Prostitution in the Democratic Republic of the Congo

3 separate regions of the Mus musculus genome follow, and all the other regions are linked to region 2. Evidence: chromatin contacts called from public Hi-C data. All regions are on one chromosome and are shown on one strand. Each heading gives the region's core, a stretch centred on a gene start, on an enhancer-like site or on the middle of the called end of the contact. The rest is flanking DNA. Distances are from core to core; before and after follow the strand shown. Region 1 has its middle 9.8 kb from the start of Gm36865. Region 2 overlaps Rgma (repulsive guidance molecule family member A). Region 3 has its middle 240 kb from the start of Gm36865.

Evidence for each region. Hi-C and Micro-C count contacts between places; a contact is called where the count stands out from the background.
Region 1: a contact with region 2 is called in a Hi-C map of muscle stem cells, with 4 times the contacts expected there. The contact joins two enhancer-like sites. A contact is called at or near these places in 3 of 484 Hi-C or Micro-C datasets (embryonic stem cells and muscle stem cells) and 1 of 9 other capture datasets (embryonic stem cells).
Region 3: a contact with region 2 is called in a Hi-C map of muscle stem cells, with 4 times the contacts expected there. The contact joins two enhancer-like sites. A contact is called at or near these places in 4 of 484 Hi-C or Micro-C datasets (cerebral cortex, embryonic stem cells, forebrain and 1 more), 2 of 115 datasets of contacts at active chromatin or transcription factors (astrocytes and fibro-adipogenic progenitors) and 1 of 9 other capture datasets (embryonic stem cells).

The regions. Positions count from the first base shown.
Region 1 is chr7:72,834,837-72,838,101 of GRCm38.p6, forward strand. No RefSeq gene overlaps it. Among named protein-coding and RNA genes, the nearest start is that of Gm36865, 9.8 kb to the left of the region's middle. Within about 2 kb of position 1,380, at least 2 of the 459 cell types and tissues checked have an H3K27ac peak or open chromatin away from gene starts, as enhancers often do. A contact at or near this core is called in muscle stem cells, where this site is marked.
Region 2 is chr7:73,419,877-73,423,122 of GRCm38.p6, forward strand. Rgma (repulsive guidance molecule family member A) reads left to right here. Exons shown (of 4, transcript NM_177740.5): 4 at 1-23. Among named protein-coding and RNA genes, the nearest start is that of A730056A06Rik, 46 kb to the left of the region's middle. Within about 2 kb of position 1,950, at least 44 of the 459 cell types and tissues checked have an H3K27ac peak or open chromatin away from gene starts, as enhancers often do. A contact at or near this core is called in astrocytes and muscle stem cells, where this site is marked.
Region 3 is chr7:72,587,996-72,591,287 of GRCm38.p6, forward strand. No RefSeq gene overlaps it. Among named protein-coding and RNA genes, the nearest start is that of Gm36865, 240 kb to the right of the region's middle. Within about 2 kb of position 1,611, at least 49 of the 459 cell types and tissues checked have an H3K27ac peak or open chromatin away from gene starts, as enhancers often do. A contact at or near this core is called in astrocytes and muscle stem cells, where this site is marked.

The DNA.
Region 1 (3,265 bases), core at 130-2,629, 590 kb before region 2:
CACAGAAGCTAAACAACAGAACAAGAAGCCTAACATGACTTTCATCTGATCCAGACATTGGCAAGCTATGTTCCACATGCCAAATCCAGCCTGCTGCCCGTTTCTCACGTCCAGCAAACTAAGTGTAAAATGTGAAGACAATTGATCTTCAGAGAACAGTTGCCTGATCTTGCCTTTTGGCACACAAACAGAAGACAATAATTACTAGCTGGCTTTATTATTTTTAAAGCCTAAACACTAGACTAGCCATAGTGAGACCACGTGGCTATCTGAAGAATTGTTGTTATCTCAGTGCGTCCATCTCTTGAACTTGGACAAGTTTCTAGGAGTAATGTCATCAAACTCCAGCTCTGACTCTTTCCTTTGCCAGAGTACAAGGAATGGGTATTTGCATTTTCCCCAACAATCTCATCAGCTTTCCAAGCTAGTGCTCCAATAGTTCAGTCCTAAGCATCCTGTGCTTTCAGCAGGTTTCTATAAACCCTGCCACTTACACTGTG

Prostitution in the Democratic Republic of the Congo is illegal but the government does little to enforce the law. The Congolese penal code punishes pimping, running a bawdy house or brothel, the exploitation of debauchery or prostitution, as well as forced prostitution. Activities that incite minors or promote the prostitution of others have been criminalised. During the colonial era and the years that followed independence, the Ministry of Health issued calling cards identifying professional sex workers and provided them with medical health checks. However, this system was abandoned in the 1980s. Food insecurity and extreme poverty are now the main reasons why women in the country become prostitutes. Traders make up the majority of clients, along with officials working for national and international NGOs. Many sex workers earn between $2 and $5 and payment is sometimes made in the form of food or other goods. Prostitutes working in nightclubs receive between $10 and $20. "VIP prostitution" operates from hotels, with sex workers earning between $50 and $100. Many Congolese prostitutes are from abroad or homeless children who have been accused of witchcraft.
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